The composition of the invention may also comprise at least one wax, at least one gum, and at least one pasty fatty substance of vegetable, animal, mineral, or synthetic origin, optionally treated with silicone.
The waxes may be hydrocarbon, silicone, and/or fluorinated waxes, optionally made up of ester or hydroxyl functions. They may be of natural origin.
The wax may represent 0.01% to 10% by weight, or 0.1% to 5% by weight relative to the total weight of the composition. In an embodiment, the composition may be free of any wax.
The composition may also comprise at least one optionally coated organic or inorganic filler, for example as an anti-shine agent, for example zinc and zirconium oxide, silica, alumina, boron nitride, talc, sericite, mica, clays, starch and derivatives thereof, for example the starch cross-linked with octenylsuccincic anhydride and sold by the supplier National Starch under the name DRY FLO PLUS (28-1160), aqueous dispersions of acrylic styrene, particles of melamine-formaldehyde or urea-formaldehyde resin, aqueous dispersions of polytetrafluoroethylene, microdispersions of waxes, copolymers of vinylpyrrolidone and 1-triacontene, hydrodispersible polymers containing LCST units, silicone resins and waxes, for example microbeads of silicone resin such as those sold under the name TOSPEARL by the supplier Toshiba Silicone, expanded powders such as hollow microspheres and for example the microspheres sold under the name EXPANCEL by the supplier Kemanord Plast or under the name MICROPEARL F 80 ED by the supplier Matsumoto, microspheres of expanded vinylidene chloride, acrylonitrile, and methacrylate terpolymer, polyamide particles, e.g. Nylon® particles or those sold under the name ORGASOL by the supplier Atochem, microbeads of cellulose, fibers, powers of polyethylene, microspheres based on acrylic copolymers such as microspheres of ethylene glycol dimethacrylate and lauryl methacrylate copolymer sold by the supplier Dow Corning under the name POLYTRAP, and mixtures thereof.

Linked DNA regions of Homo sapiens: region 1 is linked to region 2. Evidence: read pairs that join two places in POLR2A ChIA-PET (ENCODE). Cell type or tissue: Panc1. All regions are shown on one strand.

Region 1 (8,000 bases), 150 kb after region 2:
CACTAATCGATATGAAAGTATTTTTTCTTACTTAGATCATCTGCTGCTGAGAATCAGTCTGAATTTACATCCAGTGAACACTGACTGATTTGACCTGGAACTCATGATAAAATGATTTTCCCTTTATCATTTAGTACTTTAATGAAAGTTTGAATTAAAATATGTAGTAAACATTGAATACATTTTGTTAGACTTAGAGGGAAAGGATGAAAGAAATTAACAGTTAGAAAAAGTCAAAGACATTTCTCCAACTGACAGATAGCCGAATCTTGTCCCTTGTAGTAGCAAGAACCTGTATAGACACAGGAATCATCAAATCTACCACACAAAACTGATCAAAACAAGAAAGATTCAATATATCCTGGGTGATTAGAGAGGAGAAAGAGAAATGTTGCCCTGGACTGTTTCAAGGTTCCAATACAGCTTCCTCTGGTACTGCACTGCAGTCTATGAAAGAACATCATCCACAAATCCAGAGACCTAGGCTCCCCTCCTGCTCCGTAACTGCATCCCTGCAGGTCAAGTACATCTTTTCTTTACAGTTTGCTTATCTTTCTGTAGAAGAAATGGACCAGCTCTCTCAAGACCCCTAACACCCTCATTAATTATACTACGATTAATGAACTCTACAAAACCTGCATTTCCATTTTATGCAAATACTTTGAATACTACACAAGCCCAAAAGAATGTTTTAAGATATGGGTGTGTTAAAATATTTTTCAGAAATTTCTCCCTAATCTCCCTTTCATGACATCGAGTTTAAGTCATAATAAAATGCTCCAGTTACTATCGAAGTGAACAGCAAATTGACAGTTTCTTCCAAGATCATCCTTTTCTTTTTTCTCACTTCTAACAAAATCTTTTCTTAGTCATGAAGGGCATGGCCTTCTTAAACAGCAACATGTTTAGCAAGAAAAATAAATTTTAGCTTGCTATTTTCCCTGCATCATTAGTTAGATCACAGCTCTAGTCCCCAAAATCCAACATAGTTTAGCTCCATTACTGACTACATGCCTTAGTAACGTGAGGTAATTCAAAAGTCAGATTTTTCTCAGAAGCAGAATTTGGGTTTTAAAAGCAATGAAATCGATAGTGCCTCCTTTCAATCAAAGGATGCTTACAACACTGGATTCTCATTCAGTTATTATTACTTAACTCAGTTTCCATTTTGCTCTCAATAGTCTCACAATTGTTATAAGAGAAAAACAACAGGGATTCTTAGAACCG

The filler, when used as an anti-shine agent, may be present at a concentration lying in the range 0.1% to 80% by weight relative to the total weight of the composition, for example a concentration lying in the range 0.1% to 10% by weight relative to the total weight of the composition.
Naturally, the anti-shine agent and the quantity of agent used should be selected by the person skilled in the art so as to avoid deteriorating the looked-for properties.
The composition may also contain at least one additive that is conventional in the field of cosmetics, such as fillers, e.g. selected from the above list, hydrophilic or lipophilic gelling agents, hydrosoluble or liposoluble agents, preservatives, hydrating agents such as polyols and for example glycerin, sequestering agents, antioxidants, solvents, fragrances, physical and chemical sun filters, for example against UVA and/or UVB, odor absorbers, (acidic or basic) pH adjusters, and mixtures thereof.
The quantities of these various additives are those conventionally used in the field in question, for example 0.01% to 20% of the total weight of the composition.
In any event, the additives, and the proportions thereof, should be selected in such a manner as to avoid degrading the properties looked for in the invention.
As active agents, mention can be made in particular of the following:
The composition of the invention may be presented in any of the dosage forms used in the field of cosmetics, and normally used for topical application: direct, inverse, or multiple emulsions; gels; creams; solutions; suspensions; lotions; free powders; compacts; and sticks.